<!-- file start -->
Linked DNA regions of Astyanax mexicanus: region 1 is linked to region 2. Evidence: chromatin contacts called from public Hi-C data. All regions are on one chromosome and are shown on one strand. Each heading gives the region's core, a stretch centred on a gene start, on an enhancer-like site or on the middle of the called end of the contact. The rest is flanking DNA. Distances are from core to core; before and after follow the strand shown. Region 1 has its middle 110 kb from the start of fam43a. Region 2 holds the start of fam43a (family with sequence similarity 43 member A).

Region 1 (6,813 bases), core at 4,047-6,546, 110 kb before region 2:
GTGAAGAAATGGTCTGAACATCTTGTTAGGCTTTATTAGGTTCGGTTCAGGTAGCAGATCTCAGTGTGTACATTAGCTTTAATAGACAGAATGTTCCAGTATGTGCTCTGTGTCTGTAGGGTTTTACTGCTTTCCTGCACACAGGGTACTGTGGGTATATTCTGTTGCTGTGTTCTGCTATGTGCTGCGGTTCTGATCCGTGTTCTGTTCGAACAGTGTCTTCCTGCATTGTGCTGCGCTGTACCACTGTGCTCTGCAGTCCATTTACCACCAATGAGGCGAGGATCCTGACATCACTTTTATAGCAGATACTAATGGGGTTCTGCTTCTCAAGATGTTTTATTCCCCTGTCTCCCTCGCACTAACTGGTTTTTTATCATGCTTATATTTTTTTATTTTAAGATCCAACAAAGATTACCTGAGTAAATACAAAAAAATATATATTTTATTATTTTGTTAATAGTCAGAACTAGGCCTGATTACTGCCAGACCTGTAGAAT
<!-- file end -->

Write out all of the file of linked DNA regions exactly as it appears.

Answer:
Linked DNA regions of Astyanax mexicanus: region 1 is linked to region 2. Evidence: chromatin contacts called from public Hi-C data. All regions are on one chromosome and are shown on one strand. Each heading gives the region's core, a stretch centred on a gene start, on an enhancer-like site or on the middle of the called end of the contact. The rest is flanking DNA. Distances are from core to core; before and after follow the strand shown. Region 1 has its middle 110 kb from the start of fam43a. Region 2 holds the start of fam43a (family with sequence similarity 43 member A).

Region 1 (6,813 bases), core at 4,047-6,546, 110 kb before region 2:
GTGAAGAAATGGTCTGAACATCTTGTTAGGCTTTATTAGGTTCGGTTCAGGTAGCAGATCTCAGTGTGTACATTAGCTTTAATAGACAGAATGTTCCAGTATGTGCTCTGTGTCTGTAGGGTTTTACTGCTTTCCTGCACACAGGGTACTGTGGGTATATTCTGTTGCTGTGTTCTGCTATGTGCTGCGGTTCTGATCCGTGTTCTGTTCGAACAGTGTCTTCCTGCATTGTGCTGCGCTGTACCACTGTGCTCTGCAGTCCATTTACCACCAATGAGGCGAGGATCCTGACATCACTTTTATAGCAGATACTAATGGGGTTCTGCTTCTCAAGATGTTTTATTCCCCTGTCTCCCTCGCACTAACTGGTTTTTTATCATGCTTATATTTTTTTATTTTAAGATCCAACAAAGATTACCTGAGTAAATACAAAAAAATATATATTTTATTATTTTGTTAATAGTCAGAACTAGGCCTGATTACTGCCAGACCTGTAGAAT